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Ruchika Tulshyan

Ruchika Tulshyan is the author of Inclusion on Purpose: An Intersectional Approach to Creating a Culture of Belonging at Work (MIT Press). She’s also the founder of Candour, an inclusion[…]

Imposter syndrome has a long-term, damaging impact on people in the workforce, particularly women of color.

To improve inclusivity in the workplace, Ruchika Tulshyan recommends six interpersonal habits that she calls the BRIDGE framework:

  • Be okay with being uncomfortable.
  • Reflect on what you don’t know.
  • Invite feedback.
  • Defensiveness doesn’t help.
  • Grow from mistakes.
  • Expect that change takes time.

RUCHIKA TULSHYAN: It has been pathologized, it has been called a syndrome, and it has largely been put on women to fix. When women of color are constantly told, "You have imposter syndrome," or, "You don't belong here," or, "What you bring to this workplace, isn't gonna be recognized unless you change and you conform to what we tell you professionalism looks like." It has an extremely long-term, damaging impact on both our sense of selves as well as how much we feel we can progress in the workplace. 

Hi, I'm Ruchika Tulshyan, I am the CEO and Founder of Candor, a global inclusion strategy firm. And my most recent book is "Inclusion on Purpose: An Intersectional Approach to Creating a Culture of Belonging at Work." 

I'm glad that "Lean In," the book published by Sheryl Sandberg, did bring to the fore the reality that women were not progressing at the same rate as men. Unfortunately, a lot of the messages in the book focused on women as individuals failing to rise up to the challenge of being ambitious, of advancing their careers, of turning down opportunities when they were presented to women. What it did is create this harmful narrative that the reason why we are not progressing in the workplace is because we are pulling ourselves out of the running. I really wanted to push back against this narrative that there was something individually in myself, and in other ambitious women I knew, that had us opting out of our careers because that just wasn't true, it wasn't consistent with my own experience even after I became a mother. And it wasn't consistent with what I was witnessing among, especially, ambitious women of color around me. 

For women of color, specifically, we straddle these worlds of being both hyper-visible and invisible. 'Hyper-visible,' most of the time, because we're the only, one of the few, one of the different. And being invisible, because we are not seen as leaders, or we're not often in roles of status and privilege and power. Most people who haven't had a shot to be represented in corporate cultures have actually been denied the opportunity because they were underestimated. I prefer the term 'underestimated' over underrepresented because a lot of the responsibility to be represented- for people of color- has been put on us. Underestimated changes the framing; it moves the responsibility away from the people who have been shut-out of the workforce, and it moves the responsibility towards those in, dominant groups.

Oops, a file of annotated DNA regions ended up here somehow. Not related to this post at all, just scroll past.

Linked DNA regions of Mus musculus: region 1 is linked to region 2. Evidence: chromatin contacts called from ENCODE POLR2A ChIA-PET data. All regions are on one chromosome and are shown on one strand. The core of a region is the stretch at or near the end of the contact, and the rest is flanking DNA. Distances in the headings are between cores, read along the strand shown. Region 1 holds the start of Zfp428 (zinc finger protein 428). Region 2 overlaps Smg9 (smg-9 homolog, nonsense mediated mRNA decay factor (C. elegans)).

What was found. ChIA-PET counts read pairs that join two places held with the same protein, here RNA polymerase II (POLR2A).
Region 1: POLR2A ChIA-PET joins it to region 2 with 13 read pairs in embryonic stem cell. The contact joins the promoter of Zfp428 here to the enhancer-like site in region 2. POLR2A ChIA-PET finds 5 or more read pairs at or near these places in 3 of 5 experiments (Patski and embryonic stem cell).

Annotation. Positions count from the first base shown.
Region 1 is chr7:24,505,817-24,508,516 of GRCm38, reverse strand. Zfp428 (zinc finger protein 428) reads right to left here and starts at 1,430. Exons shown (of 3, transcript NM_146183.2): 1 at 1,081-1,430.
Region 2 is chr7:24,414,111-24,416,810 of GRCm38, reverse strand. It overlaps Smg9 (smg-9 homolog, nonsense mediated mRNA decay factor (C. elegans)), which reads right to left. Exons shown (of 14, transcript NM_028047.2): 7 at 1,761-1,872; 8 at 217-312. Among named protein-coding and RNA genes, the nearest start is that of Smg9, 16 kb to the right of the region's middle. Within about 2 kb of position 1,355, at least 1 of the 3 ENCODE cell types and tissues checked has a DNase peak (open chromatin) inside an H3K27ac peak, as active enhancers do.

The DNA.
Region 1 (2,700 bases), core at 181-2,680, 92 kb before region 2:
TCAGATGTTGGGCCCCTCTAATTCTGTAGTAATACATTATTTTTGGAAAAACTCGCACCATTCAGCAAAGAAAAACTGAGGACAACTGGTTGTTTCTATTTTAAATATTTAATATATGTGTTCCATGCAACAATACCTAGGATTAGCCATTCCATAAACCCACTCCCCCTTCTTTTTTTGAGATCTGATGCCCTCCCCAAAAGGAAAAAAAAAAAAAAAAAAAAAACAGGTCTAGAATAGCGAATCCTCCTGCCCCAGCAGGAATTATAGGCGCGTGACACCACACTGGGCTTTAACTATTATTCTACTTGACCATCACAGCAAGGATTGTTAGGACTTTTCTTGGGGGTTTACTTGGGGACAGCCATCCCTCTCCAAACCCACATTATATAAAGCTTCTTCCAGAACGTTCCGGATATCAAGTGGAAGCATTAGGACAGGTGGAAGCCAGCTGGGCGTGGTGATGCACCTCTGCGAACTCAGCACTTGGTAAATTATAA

When you correctly estimate someone's ability, when you believe in them, when you can see that they have the potential to rise and to thrive, that's when you give them opportunities. But as we saw in the United States Supreme Court nomination hearings, Judge Ketanji Brown Jackson, the first-ever, Black female Supreme Court Justice, faced a huge amount of pushback, faced a huge amount of bias. Women in leadership positions constantly face 'Prove-It-Again Bias.' No matter how established you are, no matter how experienced you are, for women of color, you constantly have to reestablish your authority, and prove that you are good enough and that you belong. Even when, on paper, you are a stellar candidate. 

When I do this work and when I talk about these issues, it creates discomfort and a lot of that discomfort focuses on, 'Well, I'm a good person, I don't mean any harm, I don't have control over the past,' and 'I don't see anything wrong with the way that I'm behaving now.' There are a lot of leaders out there with great intentions. Now, unfortunately, the reality is if you are not inclusive on purpose, if you are not intentionally focused in every moment, you are not going to be able to achieve the type of aspirational, diversity, equity, inclusion and belonging that you believe in. One of the ways that we can bridge our intentions behind being more inclusive, and actually the action to be more inclusive, is through this BRIDGE framework: Be okay with being uncomfortable. Reflect on what you don't know. Invite feedback. Defensiveness doesn't help. Grow from mistakes, and expect that change takes time. 

A lot of what the BRIDGE framework does is it invites more of us to reflect on the perspectives that perhaps we've held, especially around communities that are different than our own. To be okay with the discomfort, to really take inclusive action on purpose- a lot of the defensiveness is very human, and yet, we cannot let that defensiveness stop us. As a systems-thinker, what I would like to see is for more of us as leaders, as people in positions of power and influence to really push back against this idea that women of color have imposter syndrome, that women have imposter syndrome. And create a culture where everyone can bring their authentic and honest selves to work without feeling like we have to change, or we have the pressure to conform to a very specific system that wasn't built with us in mind.

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